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Faunwood’s Adorable Menagerie of Miniature Ceramic Critters Is Primed for Adventure
Eugene-based artist Miranda Zimmerman, a.k.a. Faunwood, brings a playful ceramic menagerie to Portland this month for Slither, a nearly sold-out solo show at Antler Gallery. Informed by Faunwood’s background in evolutionary biology, the adorable creatures meld art and science and are miniature renditions of amphibians and mammals, all stylized with the artist’s use of wide eyes and mottled glazes. The hand-sculpted characters are expressive and reflective of the organisms’ real-life anatomy, and their unique dispositions emerge through the firing process. “Every ceramic critter I make comes out of the kiln with its own little personality and sass, sometimes completely different from what I’m expecting,” the artist writes on Instagram.
Slither is on view through April 23, and you can find more from Faunwood on her site. (via Supersonic Art)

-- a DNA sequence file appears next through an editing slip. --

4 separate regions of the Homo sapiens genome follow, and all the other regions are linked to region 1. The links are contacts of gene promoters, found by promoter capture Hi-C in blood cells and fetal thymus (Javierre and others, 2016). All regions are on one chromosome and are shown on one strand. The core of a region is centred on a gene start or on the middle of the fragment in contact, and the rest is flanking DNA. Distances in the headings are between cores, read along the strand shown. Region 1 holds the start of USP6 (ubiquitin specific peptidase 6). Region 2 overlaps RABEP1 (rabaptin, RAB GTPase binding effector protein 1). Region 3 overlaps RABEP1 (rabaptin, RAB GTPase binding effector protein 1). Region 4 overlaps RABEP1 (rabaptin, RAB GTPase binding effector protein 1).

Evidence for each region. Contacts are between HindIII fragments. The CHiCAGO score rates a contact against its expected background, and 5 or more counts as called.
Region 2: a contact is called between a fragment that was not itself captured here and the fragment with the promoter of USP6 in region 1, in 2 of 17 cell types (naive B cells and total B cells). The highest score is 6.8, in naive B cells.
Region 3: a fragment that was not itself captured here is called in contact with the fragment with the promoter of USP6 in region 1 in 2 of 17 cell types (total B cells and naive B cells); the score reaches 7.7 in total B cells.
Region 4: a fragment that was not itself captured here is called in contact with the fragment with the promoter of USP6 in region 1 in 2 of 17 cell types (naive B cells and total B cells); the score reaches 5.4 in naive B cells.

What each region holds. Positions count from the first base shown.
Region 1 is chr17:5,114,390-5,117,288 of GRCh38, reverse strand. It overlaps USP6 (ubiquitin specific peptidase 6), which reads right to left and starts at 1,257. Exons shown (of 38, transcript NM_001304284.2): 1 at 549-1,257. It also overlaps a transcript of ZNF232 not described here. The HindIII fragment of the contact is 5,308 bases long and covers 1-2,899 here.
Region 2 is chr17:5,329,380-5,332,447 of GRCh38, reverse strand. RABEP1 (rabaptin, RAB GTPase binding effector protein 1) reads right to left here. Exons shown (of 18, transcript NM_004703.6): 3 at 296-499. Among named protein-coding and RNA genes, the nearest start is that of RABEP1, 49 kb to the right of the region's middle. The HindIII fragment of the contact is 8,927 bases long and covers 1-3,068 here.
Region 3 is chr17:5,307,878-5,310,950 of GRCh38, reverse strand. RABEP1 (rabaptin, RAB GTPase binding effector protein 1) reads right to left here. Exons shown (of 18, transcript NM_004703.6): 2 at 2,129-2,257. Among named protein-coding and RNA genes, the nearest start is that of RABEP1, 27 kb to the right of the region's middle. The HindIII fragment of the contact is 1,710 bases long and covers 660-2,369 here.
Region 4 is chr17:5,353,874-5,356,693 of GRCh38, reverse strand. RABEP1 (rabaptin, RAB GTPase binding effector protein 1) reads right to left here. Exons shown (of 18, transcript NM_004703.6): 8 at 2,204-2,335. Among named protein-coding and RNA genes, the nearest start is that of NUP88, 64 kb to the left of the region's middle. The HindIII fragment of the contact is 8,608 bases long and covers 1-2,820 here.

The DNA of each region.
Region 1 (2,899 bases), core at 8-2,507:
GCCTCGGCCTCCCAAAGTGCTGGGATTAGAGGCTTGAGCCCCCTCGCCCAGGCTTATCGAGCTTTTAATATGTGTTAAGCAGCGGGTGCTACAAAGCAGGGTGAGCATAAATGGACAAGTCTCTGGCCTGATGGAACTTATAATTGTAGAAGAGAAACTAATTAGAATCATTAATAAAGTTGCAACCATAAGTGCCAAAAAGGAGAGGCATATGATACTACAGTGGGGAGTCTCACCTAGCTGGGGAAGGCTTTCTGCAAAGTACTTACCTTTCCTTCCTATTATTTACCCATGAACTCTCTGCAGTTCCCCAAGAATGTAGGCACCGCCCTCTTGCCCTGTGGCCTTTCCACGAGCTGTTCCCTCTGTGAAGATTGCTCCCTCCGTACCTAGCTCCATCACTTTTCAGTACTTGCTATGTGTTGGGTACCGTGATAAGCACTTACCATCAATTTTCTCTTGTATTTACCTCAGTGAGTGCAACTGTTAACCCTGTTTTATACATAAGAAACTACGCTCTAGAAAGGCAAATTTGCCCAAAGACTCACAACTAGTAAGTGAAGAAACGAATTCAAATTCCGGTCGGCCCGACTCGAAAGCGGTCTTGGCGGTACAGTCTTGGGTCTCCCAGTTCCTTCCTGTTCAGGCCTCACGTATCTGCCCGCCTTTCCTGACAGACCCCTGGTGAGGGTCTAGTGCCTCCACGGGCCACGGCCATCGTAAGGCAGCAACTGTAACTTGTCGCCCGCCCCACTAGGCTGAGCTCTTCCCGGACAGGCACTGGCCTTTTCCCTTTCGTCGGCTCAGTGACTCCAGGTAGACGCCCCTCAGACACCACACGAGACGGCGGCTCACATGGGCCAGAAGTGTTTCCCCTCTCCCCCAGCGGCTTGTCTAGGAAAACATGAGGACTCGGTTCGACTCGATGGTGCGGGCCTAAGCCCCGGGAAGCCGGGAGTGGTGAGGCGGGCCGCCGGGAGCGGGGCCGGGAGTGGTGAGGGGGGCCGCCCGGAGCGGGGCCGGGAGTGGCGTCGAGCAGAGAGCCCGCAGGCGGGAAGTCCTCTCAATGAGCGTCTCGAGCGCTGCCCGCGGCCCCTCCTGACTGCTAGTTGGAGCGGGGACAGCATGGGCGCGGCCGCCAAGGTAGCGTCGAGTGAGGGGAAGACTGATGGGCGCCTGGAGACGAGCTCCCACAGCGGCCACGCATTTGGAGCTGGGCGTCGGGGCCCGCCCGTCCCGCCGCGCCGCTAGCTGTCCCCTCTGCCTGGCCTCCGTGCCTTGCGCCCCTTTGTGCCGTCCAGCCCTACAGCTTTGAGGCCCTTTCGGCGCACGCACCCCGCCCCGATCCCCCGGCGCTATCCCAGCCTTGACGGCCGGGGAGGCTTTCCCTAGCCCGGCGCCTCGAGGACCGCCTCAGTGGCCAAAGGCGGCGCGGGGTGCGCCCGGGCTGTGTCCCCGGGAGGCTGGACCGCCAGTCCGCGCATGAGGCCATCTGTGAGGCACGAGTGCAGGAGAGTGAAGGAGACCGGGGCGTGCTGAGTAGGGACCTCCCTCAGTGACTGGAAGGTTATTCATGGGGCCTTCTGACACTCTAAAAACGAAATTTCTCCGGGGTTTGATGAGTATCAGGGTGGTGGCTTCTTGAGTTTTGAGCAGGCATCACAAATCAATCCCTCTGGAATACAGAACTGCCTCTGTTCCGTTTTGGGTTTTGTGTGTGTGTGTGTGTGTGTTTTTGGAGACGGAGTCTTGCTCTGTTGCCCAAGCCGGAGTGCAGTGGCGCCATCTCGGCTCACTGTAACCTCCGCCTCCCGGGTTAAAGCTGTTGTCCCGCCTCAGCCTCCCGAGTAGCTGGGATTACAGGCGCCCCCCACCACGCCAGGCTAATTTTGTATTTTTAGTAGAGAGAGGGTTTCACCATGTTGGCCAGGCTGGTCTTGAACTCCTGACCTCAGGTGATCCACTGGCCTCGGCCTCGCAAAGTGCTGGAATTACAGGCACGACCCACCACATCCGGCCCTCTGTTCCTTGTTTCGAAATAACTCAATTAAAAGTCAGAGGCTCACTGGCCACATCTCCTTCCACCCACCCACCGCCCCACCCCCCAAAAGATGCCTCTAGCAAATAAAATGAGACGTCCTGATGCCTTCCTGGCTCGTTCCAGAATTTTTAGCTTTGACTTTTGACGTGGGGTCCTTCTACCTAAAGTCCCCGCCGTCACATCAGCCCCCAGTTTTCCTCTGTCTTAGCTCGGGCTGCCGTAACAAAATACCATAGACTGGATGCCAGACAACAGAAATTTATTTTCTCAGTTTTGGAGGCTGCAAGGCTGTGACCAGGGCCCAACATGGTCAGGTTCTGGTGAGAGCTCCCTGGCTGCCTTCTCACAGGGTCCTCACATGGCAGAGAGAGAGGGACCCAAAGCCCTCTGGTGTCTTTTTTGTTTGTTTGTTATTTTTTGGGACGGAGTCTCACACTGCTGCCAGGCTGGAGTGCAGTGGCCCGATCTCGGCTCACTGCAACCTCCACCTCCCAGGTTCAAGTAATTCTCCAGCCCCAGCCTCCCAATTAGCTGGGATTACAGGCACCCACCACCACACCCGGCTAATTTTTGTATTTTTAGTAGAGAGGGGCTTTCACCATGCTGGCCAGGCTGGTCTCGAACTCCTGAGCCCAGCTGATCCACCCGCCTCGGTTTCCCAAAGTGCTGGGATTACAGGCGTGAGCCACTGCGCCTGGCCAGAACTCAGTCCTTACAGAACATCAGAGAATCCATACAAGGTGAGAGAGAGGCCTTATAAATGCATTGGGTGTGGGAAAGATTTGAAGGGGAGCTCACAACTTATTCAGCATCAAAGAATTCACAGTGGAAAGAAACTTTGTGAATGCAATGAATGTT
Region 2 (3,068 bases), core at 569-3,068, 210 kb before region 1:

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Elegant Animals Commune and Contemplate in Hand-Carved Wooden Sculptures by Nikichi
From the long, graceful turn of a rabbit’s ears to the cozy embrace of polar bears, Nikichi summons the emotional nuances of intimacy, solitude, and contemplation in his delicately carved sculptures. Carefully exposed wood grain shapes knees and cheeks, paws clasp together in repose, and winged visitors perch on delicately-hewn noses.
The Hokkaido-based artist has been sculpting animals for around a decade, interested in the ways that people relate to fluffy, recognizable creatures like bunnies and cats by anthropomorphizing their expressions and actions as a means of understanding and connecting to them. He fuses human and animal characteristics to explore what he describes as “the story of human sociality and life by overlapping the wildness and instinctiveness of animals,” populating a harmonious, mythical world.
Find more of Nikichi’s work on Instagram.
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Editor's Picks: Animation
Highlights below. For the full collection click here.